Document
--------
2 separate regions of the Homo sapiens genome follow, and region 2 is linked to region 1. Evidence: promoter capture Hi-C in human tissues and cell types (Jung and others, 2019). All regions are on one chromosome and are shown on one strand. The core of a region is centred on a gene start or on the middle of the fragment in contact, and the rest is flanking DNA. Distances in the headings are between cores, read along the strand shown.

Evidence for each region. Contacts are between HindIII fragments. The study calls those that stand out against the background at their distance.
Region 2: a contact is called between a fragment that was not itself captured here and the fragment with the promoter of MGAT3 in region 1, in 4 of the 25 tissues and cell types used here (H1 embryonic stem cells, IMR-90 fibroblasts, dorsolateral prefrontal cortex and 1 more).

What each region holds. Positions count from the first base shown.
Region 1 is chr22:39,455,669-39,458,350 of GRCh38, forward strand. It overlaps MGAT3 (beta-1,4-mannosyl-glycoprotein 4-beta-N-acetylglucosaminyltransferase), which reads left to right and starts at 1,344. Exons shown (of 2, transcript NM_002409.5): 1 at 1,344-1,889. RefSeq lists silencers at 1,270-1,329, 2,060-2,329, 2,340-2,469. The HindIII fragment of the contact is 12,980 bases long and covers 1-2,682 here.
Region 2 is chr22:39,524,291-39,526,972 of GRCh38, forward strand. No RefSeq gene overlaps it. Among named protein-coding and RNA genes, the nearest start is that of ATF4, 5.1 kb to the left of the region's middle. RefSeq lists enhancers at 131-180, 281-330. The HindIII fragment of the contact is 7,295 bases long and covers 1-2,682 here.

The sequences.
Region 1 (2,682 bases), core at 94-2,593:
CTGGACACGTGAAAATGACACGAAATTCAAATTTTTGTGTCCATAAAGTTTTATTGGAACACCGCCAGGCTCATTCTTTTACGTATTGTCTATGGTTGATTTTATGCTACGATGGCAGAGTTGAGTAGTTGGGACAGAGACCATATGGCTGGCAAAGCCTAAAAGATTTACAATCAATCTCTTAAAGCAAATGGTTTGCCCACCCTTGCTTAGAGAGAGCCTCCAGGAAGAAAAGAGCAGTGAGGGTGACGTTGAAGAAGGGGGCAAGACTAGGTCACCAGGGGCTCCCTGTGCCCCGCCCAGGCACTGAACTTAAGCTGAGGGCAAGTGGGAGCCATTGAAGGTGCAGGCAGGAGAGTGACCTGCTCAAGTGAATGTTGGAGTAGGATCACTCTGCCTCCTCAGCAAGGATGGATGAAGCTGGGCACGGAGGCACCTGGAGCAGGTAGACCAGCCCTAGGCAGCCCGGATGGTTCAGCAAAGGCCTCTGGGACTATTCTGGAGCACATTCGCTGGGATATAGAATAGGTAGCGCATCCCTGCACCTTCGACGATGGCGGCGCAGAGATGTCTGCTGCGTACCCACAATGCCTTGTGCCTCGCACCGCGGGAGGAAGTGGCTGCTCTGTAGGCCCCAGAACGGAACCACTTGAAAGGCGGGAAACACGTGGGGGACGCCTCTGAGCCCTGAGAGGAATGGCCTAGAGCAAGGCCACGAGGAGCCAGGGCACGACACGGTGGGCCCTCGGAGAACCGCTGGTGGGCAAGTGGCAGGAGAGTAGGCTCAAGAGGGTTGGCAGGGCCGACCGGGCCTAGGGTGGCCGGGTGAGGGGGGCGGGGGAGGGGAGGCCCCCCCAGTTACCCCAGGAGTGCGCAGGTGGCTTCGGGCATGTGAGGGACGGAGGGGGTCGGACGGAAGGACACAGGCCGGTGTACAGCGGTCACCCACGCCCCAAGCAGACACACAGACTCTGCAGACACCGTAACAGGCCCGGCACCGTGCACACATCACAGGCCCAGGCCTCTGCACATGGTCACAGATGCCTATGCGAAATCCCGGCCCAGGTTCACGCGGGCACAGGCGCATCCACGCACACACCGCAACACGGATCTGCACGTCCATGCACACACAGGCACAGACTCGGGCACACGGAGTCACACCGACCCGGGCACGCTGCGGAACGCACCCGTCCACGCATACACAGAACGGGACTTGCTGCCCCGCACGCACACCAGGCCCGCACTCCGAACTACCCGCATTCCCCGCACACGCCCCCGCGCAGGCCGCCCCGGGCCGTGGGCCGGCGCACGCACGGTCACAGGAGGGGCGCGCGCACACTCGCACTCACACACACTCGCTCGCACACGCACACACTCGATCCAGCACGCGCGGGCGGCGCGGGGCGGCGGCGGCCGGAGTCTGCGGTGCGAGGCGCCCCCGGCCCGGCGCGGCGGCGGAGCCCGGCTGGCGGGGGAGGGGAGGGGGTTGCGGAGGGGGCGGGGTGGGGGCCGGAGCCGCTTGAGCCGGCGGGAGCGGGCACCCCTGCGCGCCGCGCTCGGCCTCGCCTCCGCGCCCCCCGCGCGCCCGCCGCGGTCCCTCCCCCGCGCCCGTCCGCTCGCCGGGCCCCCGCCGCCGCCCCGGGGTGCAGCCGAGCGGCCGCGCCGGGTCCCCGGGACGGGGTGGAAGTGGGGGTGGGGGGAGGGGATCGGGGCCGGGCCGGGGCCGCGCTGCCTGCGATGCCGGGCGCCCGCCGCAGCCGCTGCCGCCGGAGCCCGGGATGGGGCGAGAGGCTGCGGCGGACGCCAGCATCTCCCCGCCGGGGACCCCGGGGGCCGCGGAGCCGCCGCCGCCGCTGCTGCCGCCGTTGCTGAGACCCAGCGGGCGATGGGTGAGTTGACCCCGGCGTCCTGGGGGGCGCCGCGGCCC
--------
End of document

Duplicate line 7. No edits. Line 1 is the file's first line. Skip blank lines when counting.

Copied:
The sequences.